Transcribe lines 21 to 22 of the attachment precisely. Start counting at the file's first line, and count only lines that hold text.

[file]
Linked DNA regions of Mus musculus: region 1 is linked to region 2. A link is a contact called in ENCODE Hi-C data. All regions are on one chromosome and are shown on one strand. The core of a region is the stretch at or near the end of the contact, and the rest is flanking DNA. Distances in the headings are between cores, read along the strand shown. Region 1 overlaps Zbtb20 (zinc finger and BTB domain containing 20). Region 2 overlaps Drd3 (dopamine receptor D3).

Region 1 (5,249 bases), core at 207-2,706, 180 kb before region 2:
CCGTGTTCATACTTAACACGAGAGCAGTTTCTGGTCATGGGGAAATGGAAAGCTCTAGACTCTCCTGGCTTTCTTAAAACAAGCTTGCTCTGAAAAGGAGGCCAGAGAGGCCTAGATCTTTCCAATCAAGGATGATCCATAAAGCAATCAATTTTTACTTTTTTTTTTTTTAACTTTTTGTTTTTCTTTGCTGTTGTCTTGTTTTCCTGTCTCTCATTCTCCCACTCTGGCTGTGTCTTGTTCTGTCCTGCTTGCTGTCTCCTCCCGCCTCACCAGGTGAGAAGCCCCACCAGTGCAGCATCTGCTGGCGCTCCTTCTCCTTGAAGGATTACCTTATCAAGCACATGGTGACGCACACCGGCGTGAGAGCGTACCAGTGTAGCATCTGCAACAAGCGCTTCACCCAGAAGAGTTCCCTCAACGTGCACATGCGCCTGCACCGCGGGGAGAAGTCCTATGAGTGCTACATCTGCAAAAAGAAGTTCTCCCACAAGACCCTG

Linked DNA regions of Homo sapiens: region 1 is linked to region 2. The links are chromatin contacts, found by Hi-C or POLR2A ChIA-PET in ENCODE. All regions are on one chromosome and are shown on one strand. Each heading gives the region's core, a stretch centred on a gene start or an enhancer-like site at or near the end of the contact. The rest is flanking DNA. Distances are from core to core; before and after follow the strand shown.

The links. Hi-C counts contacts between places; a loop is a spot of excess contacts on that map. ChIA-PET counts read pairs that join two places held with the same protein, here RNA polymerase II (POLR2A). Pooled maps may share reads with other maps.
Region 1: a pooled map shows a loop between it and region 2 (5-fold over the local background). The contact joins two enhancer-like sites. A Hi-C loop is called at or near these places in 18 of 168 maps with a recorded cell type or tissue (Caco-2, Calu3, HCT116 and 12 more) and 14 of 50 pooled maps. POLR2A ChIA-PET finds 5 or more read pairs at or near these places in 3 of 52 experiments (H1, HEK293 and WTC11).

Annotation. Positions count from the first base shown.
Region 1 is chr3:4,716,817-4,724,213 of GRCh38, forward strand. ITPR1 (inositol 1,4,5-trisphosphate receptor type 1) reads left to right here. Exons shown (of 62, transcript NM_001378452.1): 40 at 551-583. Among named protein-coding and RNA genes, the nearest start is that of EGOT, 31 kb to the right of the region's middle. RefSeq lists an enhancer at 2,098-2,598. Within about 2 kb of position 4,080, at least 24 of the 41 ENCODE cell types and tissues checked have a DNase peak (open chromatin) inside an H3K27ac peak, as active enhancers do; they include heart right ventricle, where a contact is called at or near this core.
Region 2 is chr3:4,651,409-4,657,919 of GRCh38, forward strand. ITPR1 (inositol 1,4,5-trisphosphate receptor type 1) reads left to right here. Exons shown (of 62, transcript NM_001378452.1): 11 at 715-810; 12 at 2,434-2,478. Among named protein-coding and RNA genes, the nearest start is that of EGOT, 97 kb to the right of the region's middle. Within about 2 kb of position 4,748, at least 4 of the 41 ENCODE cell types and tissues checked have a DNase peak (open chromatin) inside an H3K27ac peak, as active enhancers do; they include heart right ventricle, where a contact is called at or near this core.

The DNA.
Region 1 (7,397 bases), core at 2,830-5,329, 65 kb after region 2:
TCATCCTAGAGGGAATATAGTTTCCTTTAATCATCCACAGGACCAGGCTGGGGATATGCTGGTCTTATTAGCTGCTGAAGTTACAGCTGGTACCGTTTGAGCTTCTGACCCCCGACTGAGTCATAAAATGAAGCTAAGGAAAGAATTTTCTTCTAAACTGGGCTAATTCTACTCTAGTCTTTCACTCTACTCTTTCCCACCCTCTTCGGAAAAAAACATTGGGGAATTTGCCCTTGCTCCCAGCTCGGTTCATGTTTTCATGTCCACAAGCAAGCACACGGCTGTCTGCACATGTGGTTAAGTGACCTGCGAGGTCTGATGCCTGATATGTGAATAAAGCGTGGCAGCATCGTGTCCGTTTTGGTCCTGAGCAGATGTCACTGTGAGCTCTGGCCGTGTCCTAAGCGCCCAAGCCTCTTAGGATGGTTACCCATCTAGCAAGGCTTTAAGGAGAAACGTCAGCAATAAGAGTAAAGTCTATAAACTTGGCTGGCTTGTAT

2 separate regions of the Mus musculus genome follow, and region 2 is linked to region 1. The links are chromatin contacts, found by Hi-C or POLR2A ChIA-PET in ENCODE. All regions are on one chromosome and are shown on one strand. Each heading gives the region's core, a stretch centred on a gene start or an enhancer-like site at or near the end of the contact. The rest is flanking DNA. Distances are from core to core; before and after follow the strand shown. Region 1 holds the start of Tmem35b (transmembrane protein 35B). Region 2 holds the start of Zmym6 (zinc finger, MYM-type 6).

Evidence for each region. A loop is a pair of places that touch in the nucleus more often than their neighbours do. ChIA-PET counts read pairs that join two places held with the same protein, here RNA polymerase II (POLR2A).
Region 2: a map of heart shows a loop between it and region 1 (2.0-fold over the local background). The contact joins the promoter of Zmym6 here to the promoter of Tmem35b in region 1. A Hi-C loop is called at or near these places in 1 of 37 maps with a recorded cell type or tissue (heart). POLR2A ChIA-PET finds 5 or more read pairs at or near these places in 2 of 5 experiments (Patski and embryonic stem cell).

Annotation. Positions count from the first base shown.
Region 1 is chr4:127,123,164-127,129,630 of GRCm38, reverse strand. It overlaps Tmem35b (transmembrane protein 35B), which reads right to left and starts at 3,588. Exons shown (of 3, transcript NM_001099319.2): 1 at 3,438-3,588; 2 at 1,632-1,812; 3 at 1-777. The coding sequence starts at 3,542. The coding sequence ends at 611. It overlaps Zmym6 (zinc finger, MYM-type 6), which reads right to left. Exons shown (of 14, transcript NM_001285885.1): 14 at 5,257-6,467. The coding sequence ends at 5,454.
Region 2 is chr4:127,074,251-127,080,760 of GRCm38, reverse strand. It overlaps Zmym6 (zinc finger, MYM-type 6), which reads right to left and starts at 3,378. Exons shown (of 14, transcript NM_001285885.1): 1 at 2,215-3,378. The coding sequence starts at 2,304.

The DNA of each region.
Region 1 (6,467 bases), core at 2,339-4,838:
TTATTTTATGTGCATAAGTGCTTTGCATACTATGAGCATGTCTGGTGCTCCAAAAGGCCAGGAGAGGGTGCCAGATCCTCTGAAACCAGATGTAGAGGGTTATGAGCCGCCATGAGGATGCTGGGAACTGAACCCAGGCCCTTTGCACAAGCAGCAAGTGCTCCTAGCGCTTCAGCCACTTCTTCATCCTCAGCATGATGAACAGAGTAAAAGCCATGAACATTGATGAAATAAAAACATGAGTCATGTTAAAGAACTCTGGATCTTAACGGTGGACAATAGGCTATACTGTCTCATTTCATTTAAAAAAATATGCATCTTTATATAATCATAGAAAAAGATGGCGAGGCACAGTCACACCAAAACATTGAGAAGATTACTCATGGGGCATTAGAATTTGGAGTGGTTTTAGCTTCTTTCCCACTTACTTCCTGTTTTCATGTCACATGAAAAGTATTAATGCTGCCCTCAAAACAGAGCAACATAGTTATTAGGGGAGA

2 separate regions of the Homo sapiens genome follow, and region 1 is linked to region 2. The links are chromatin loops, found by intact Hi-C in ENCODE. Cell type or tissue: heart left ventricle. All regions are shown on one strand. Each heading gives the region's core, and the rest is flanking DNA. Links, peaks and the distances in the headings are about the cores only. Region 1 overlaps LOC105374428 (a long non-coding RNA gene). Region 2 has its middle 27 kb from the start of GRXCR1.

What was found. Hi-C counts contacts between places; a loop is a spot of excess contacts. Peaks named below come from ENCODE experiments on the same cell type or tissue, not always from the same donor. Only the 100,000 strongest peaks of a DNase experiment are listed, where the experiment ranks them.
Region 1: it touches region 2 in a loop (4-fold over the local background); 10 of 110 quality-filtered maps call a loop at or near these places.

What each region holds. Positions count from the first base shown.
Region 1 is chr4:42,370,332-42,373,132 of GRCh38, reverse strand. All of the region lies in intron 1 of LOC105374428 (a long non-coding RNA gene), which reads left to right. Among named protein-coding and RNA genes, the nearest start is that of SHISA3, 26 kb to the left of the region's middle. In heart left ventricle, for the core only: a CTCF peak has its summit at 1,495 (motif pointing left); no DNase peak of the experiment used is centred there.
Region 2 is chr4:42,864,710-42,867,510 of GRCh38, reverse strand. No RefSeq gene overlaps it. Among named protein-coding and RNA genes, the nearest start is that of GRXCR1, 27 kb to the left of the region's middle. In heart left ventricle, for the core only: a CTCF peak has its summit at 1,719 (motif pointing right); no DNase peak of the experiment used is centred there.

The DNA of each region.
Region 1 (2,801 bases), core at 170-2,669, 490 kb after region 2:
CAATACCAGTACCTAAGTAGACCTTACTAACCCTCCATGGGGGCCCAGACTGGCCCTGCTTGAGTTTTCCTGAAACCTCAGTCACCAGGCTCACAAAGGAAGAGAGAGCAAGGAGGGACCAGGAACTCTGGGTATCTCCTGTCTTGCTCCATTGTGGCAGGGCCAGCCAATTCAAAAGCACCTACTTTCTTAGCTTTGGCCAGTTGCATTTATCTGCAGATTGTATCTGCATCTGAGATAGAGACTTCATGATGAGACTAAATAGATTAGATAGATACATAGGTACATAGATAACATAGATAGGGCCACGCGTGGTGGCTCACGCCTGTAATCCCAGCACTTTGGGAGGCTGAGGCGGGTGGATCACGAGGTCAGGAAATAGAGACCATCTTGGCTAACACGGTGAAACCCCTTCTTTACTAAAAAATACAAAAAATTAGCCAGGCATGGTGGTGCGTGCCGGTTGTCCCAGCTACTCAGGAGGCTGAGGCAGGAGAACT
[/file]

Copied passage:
TTATTTTATGTGCATAAGTGCTTTGCATACTATGAGCATGTCTGGTGCTCCAAAAGGCCAGGAGAGGGTGCCAGATCCTCTGAAACCAGATGTAGAGGGTTATGAGCCGCCATGAGGATGCTGGGAACTGAACCCAGGCCCTTTGCACAAGCAGCAAGTGCTCCTAGCGCTTCAGCCACTTCTTCATCCTCAGCATGATGAACAGAGTAAAAGCCATGAACATTGATGAAATAAAAACATGAGTCATGTTAAAGAACTCTGGATCTTAACGGTGGACAATAGGCTATACTGTCTCATTTCATTTAAAAAAATATGCATCTTTATATAATCATAGAAAAAGATGGCGAGGCACAGTCACACCAAAACATTGAGAAGATTACTCATGGGGCATTAGAATTTGGAGTGGTTTTAGCTTCTTTCCCACTTACTTCCTGTTTTCATGTCACATGAAAAGTATTAATGCTGCCCTCAAAACAGAGCAACATAGTTATTAGGGGAGA

2 separate regions of the Homo sapiens genome follow, and region 1 is linked to region 2. The links are chromatin loops, found by intact Hi-C in ENCODE. Cell type or tissue: heart left ventricle. All regions are shown on one strand. Each heading gives the region's core, and the rest is flanking DNA. Links, peaks and the distances in the headings are about the cores only. Region 1 overlaps LOC105374428 (a long non-coding RNA gene). Region 2 has its middle 27 kb from the start of GRXCR1.